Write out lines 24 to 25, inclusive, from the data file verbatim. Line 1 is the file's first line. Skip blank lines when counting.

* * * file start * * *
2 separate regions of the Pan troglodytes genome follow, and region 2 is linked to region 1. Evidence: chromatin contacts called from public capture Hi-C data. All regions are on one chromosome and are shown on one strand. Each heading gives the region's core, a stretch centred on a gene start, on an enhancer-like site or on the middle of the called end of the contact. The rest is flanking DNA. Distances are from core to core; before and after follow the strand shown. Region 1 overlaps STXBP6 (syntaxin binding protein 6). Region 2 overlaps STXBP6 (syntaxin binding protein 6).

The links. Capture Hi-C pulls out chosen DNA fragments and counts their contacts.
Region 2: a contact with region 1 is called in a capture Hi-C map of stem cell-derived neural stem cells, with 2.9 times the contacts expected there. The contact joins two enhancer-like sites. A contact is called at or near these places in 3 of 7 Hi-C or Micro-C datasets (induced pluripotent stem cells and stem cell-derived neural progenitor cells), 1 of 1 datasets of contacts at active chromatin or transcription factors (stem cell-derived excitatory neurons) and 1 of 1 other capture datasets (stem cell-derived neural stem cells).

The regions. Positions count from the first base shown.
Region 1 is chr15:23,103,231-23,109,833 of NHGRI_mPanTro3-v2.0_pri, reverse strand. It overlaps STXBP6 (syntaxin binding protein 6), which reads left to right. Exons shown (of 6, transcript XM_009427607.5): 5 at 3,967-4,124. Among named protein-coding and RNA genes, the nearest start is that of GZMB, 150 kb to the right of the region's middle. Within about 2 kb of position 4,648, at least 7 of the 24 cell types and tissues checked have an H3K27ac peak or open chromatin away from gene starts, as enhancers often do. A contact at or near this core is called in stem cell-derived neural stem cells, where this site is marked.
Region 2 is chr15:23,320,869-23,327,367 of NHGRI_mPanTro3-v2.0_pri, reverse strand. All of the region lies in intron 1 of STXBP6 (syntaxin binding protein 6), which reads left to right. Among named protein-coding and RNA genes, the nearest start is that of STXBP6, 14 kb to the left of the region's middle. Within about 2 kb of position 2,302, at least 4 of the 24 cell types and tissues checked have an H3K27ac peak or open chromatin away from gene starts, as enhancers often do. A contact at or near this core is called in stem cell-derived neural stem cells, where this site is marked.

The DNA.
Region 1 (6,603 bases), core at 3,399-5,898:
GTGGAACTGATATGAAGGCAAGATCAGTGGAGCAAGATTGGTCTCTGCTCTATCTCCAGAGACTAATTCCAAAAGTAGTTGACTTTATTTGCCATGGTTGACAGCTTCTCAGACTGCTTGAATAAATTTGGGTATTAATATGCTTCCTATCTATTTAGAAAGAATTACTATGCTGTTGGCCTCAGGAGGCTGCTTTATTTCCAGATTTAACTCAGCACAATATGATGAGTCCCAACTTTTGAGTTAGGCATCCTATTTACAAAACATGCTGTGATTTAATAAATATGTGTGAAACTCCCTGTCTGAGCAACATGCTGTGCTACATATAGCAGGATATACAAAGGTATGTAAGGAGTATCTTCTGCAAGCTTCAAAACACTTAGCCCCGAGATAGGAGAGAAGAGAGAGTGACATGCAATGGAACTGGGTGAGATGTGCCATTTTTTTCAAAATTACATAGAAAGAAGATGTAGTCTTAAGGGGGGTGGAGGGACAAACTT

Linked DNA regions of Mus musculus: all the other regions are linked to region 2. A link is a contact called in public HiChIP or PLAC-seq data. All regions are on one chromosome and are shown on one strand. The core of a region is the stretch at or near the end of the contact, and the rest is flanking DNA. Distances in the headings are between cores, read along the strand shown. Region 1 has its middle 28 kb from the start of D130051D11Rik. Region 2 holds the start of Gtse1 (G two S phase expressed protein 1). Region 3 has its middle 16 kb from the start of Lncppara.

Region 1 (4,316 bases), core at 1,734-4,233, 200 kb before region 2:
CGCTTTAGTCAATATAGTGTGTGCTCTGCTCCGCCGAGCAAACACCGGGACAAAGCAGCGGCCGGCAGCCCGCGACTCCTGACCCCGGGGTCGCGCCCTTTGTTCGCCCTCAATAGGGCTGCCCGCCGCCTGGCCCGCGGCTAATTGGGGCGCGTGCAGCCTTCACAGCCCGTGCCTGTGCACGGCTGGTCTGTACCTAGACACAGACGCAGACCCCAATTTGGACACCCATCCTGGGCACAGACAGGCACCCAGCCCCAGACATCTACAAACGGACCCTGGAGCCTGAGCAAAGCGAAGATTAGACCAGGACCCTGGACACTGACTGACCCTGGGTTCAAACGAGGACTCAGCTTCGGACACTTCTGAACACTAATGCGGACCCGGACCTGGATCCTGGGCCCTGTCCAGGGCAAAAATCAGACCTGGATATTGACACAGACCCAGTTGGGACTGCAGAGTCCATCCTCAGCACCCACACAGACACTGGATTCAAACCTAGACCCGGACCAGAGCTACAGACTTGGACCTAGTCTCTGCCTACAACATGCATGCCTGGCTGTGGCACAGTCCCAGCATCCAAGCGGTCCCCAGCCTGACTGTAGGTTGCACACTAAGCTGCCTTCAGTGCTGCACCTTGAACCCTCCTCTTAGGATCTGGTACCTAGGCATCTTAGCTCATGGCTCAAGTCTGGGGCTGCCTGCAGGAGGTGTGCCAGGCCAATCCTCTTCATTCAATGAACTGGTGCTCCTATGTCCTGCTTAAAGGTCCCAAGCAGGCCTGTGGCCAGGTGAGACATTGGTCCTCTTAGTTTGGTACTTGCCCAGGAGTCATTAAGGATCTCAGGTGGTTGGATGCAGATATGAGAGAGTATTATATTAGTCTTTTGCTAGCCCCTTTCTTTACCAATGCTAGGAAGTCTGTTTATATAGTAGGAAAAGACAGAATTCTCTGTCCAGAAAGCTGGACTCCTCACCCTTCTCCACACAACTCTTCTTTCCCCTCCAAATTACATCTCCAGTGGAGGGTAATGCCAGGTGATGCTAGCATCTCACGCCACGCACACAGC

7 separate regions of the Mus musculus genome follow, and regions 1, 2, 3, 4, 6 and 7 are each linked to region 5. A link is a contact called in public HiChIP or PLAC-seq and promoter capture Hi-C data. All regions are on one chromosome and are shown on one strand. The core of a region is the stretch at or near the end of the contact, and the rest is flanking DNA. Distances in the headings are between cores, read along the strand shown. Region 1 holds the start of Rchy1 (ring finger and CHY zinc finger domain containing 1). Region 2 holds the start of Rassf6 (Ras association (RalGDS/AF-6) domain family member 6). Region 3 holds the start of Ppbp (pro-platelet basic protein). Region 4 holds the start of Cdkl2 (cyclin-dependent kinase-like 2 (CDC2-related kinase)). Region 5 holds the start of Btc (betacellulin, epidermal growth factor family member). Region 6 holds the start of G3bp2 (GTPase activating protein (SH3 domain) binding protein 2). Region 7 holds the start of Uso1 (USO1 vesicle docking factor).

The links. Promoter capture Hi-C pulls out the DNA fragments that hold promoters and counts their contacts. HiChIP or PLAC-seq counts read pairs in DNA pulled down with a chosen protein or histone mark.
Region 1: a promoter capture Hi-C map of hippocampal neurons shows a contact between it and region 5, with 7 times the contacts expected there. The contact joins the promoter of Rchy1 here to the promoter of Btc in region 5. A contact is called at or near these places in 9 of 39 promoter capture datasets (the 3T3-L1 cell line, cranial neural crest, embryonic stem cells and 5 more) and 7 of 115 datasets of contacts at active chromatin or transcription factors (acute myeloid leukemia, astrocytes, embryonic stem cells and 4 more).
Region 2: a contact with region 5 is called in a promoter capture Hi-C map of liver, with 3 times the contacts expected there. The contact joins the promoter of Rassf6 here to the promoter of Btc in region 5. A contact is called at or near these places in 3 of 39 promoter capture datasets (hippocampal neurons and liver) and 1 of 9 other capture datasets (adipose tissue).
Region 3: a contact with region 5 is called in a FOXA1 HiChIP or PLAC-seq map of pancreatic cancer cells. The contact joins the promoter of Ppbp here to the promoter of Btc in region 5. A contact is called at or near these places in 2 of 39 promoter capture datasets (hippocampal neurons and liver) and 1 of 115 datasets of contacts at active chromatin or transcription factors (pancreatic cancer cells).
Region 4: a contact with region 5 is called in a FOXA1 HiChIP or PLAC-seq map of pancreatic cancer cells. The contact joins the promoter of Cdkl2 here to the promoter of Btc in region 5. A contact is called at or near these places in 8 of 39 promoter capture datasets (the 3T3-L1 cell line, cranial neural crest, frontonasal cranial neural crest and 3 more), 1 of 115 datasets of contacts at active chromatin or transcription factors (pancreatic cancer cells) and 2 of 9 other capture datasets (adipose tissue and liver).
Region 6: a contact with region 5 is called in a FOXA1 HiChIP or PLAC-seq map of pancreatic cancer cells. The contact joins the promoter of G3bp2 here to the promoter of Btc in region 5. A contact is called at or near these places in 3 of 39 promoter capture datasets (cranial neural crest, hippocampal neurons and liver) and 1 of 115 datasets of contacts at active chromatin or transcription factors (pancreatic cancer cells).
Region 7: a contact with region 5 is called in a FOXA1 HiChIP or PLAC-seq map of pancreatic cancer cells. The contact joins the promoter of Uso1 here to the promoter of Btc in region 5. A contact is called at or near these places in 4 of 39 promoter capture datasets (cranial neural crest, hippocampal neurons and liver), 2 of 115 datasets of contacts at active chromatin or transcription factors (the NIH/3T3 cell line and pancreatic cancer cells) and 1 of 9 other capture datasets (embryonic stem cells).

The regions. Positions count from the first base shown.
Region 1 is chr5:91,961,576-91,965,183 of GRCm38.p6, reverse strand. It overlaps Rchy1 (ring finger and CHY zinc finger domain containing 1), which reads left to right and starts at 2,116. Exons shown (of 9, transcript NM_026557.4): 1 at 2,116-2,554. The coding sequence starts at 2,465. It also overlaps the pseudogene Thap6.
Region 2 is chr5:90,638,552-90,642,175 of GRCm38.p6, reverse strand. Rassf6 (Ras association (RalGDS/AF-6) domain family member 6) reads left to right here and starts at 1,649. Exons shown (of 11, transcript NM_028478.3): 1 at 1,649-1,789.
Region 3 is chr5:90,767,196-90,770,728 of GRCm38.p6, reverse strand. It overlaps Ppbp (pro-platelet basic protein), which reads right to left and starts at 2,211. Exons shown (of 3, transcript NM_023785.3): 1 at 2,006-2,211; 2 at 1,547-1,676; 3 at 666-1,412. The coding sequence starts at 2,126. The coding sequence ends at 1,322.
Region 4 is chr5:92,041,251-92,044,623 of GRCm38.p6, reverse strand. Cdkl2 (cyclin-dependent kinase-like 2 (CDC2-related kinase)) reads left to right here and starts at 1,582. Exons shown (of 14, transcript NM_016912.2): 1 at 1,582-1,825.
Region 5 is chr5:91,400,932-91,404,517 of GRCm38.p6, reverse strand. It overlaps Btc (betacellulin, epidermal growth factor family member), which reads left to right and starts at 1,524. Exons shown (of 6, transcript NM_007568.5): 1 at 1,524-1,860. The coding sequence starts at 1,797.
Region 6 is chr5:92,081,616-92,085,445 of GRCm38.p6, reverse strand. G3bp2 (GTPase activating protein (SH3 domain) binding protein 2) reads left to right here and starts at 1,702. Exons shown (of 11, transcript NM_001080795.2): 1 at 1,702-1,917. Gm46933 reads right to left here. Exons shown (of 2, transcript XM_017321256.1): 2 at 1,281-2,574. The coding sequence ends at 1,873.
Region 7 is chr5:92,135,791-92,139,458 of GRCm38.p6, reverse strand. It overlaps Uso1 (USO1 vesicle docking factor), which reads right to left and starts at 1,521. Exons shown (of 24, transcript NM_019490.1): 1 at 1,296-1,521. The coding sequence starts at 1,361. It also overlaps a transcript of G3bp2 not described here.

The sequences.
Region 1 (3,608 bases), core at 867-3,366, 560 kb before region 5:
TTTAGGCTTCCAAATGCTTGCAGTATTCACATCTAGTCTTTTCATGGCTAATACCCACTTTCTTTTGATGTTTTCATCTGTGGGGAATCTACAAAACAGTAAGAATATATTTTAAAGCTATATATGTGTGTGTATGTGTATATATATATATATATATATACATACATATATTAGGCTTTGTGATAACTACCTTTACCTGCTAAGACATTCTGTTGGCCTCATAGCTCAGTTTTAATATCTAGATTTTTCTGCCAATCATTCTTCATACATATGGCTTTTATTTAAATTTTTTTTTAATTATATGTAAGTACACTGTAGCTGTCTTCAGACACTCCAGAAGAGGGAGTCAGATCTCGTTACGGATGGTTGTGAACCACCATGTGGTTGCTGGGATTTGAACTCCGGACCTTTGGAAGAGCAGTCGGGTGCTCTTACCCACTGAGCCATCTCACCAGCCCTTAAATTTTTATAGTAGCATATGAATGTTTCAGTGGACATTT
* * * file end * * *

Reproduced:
Region 3 is chr5:90,767,196-90,770,728 of GRCm38.p6, reverse strand. It overlaps Ppbp (pro-platelet basic protein), which reads right to left and starts at 2,211. Exons shown (of 3, transcript NM_023785.3): 1 at 2,006-2,211; 2 at 1,547-1,676; 3 at 666-1,412. The coding sequence starts at 2,126. The coding sequence ends at 1,322.
Region 4 is chr5:92,041,251-92,044,623 of GRCm38.p6, reverse strand. Cdkl2 (cyclin-dependent kinase-like 2 (CDC2-related kinase)) reads left to right here and starts at 1,582. Exons shown (of 14, transcript NM_016912.2): 1 at 1,582-1,825.